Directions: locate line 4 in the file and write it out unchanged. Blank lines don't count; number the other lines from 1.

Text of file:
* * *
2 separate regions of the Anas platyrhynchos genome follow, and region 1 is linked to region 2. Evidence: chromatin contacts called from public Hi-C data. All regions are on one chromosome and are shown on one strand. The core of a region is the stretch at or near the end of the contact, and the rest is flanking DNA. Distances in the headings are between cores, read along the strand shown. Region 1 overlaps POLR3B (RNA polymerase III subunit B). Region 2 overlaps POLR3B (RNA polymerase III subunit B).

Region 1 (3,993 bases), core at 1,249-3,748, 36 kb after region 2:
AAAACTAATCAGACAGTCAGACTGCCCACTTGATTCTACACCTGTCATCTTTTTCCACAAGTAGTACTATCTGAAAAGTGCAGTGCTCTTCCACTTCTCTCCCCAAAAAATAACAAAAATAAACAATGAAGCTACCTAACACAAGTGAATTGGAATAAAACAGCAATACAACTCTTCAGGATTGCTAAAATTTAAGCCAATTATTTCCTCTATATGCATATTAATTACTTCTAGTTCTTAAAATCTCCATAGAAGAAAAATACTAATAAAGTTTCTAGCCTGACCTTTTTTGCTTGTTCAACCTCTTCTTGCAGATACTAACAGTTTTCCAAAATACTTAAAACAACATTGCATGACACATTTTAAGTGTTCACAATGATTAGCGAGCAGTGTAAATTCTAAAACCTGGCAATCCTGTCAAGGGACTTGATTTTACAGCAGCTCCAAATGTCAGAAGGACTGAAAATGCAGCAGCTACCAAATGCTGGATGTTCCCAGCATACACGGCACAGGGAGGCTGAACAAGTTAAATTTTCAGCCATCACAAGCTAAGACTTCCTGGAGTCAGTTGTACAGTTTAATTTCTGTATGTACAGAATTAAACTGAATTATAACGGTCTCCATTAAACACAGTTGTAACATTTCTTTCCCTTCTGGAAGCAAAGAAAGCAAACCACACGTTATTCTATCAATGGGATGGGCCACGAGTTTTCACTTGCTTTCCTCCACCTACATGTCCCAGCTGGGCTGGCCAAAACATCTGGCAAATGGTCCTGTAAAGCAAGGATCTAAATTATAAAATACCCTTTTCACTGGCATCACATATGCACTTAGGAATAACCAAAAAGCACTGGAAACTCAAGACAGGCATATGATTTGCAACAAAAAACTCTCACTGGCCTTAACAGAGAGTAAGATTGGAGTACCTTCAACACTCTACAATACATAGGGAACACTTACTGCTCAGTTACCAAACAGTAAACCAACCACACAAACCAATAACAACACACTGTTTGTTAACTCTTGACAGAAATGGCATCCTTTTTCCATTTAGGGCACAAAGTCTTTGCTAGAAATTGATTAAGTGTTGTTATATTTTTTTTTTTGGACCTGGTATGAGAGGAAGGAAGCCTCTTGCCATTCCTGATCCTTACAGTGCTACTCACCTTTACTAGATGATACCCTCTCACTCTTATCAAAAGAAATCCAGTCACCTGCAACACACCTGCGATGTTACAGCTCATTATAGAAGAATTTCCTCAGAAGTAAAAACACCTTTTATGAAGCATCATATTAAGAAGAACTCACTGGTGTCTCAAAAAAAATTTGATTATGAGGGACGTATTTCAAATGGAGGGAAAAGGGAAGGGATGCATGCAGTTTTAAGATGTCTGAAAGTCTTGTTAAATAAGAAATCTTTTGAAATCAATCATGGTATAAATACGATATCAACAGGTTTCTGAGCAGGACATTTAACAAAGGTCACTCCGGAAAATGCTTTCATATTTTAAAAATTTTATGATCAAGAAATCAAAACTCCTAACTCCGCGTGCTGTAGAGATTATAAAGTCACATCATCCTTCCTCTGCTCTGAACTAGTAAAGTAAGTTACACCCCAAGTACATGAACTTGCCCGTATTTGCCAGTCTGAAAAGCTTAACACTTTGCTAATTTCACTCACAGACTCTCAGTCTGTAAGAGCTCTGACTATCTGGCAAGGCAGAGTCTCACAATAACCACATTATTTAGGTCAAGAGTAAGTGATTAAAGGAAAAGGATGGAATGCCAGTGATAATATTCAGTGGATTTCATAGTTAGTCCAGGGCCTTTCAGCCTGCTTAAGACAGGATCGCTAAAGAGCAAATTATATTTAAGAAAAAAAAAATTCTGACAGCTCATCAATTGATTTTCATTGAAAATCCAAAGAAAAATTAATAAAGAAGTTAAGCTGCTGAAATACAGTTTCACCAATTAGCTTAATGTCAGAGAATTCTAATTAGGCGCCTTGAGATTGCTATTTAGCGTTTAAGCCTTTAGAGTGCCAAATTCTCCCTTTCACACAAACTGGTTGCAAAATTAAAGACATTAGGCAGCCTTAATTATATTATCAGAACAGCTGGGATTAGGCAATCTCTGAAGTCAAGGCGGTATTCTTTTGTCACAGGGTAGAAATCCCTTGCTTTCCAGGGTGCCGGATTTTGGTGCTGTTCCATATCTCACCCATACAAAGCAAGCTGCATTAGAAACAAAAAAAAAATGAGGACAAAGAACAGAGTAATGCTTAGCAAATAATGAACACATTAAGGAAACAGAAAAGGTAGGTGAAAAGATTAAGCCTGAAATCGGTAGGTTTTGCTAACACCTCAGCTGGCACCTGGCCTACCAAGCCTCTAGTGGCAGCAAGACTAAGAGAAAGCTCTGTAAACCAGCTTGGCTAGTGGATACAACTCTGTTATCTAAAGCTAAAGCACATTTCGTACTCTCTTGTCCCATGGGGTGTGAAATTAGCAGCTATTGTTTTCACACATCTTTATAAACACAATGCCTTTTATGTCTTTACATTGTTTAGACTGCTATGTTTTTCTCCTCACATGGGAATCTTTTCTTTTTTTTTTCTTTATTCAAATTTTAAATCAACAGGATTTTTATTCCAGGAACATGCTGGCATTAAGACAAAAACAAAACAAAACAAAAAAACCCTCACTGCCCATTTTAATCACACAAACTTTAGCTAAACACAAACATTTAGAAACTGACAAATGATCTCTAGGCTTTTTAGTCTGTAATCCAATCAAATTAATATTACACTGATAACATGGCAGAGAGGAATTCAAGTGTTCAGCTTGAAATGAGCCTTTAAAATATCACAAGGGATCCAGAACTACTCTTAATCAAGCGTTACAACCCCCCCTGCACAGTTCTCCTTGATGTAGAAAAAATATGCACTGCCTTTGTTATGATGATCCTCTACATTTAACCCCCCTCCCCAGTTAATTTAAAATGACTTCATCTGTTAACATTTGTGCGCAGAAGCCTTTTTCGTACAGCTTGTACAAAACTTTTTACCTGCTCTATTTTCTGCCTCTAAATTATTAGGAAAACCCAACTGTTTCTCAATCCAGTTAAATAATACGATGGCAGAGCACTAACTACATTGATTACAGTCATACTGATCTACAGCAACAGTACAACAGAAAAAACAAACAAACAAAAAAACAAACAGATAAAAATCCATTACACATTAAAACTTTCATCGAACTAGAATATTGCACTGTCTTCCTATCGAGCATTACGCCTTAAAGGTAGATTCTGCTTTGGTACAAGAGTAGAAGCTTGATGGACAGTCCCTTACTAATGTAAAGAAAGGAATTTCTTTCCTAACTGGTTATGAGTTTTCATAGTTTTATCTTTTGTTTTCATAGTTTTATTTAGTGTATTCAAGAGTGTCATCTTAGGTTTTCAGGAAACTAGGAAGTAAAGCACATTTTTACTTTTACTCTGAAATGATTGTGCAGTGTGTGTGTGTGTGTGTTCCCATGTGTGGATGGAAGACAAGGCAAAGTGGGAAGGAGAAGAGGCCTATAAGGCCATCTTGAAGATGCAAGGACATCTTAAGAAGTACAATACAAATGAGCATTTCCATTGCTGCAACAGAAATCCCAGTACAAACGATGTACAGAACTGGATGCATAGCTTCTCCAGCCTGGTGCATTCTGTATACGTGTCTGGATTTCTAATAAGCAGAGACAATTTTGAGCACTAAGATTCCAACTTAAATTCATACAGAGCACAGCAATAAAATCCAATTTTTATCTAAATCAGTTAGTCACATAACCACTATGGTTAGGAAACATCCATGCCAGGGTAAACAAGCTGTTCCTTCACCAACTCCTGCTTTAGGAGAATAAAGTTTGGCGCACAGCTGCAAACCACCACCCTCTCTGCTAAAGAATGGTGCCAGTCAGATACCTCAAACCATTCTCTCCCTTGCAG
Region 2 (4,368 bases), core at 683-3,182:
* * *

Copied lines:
Region 2 (4,368 bases), core at 683-3,182: